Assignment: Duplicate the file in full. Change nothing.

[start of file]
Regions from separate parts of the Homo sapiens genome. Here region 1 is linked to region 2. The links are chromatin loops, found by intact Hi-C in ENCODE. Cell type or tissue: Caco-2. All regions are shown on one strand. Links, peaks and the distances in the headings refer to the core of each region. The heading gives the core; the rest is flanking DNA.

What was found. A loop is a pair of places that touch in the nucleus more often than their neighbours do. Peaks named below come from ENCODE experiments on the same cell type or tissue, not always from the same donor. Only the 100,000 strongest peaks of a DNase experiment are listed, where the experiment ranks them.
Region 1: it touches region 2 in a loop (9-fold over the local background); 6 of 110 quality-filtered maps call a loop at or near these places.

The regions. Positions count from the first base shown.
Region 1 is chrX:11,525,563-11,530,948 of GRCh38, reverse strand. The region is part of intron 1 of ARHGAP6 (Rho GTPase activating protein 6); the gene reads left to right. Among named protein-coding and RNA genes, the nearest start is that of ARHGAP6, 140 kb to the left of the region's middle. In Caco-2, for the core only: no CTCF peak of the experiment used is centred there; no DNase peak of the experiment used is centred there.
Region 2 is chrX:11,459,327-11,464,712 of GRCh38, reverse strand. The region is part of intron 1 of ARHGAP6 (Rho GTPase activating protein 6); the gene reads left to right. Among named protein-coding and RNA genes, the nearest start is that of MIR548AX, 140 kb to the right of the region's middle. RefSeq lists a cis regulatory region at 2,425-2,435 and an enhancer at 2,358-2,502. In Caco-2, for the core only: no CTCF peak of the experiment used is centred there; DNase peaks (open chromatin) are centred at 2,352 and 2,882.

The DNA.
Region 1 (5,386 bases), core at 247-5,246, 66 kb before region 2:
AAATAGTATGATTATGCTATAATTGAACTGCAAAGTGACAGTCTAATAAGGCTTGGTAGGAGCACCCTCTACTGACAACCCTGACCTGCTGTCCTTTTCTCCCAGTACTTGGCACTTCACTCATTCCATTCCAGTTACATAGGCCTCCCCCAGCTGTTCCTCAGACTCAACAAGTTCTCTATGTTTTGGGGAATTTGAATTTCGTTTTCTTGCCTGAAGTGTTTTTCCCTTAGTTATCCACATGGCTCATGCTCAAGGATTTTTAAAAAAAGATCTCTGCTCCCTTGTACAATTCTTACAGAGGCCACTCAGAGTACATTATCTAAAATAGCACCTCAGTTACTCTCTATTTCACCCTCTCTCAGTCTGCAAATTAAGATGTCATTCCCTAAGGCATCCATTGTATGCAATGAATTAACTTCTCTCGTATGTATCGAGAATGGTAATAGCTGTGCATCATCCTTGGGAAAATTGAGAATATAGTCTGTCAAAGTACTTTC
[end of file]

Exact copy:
Regions from separate parts of the Homo sapiens genome. Here region 1 is linked to region 2. The links are chromatin loops, found by intact Hi-C in ENCODE. Cell type or tissue: Caco-2. All regions are shown on one strand. Links, peaks and the distances in the headings refer to the core of each region. The heading gives the core; the rest is flanking DNA.

What was found. A loop is a pair of places that touch in the nucleus more often than their neighbours do. Peaks named below come from ENCODE experiments on the same cell type or tissue, not always from the same donor. Only the 100,000 strongest peaks of a DNase experiment are listed, where the experiment ranks them.
Region 1: it touches region 2 in a loop (9-fold over the local background); 6 of 110 quality-filtered maps call a loop at or near these places.

The regions. Positions count from the first base shown.
Region 1 is chrX:11,525,563-11,530,948 of GRCh38, reverse strand. The region is part of intron 1 of ARHGAP6 (Rho GTPase activating protein 6); the gene reads left to right. Among named protein-coding and RNA genes, the nearest start is that of ARHGAP6, 140 kb to the left of the region's middle. In Caco-2, for the core only: no CTCF peak of the experiment used is centred there; no DNase peak of the experiment used is centred there.
Region 2 is chrX:11,459,327-11,464,712 of GRCh38, reverse strand. The region is part of intron 1 of ARHGAP6 (Rho GTPase activating protein 6); the gene reads left to right. Among named protein-coding and RNA genes, the nearest start is that of MIR548AX, 140 kb to the right of the region's middle. RefSeq lists a cis regulatory region at 2,425-2,435 and an enhancer at 2,358-2,502. In Caco-2, for the core only: no CTCF peak of the experiment used is centred there; DNase peaks (open chromatin) are centred at 2,352 and 2,882.

The DNA.
Region 1 (5,386 bases), core at 247-5,246, 66 kb before region 2:
AAATAGTATGATTATGCTATAATTGAACTGCAAAGTGACAGTCTAATAAGGCTTGGTAGGAGCACCCTCTACTGACAACCCTGACCTGCTGTCCTTTTCTCCCAGTACTTGGCACTTCACTCATTCCATTCCAGTTACATAGGCCTCCCCCAGCTGTTCCTCAGACTCAACAAGTTCTCTATGTTTTGGGGAATTTGAATTTCGTTTTCTTGCCTGAAGTGTTTTTCCCTTAGTTATCCACATGGCTCATGCTCAAGGATTTTTAAAAAAAGATCTCTGCTCCCTTGTACAATTCTTACAGAGGCCACTCAGAGTACATTATCTAAAATAGCACCTCAGTTACTCTCTATTTCACCCTCTCTCAGTCTGCAAATTAAGATGTCATTCCCTAAGGCATCCATTGTATGCAATGAATTAACTTCTCTCGTATGTATCGAGAATGGTAATAGCTGTGCATCATCCTTGGGAAAATTGAGAATATAGTCTGTCAAAGTACTTTC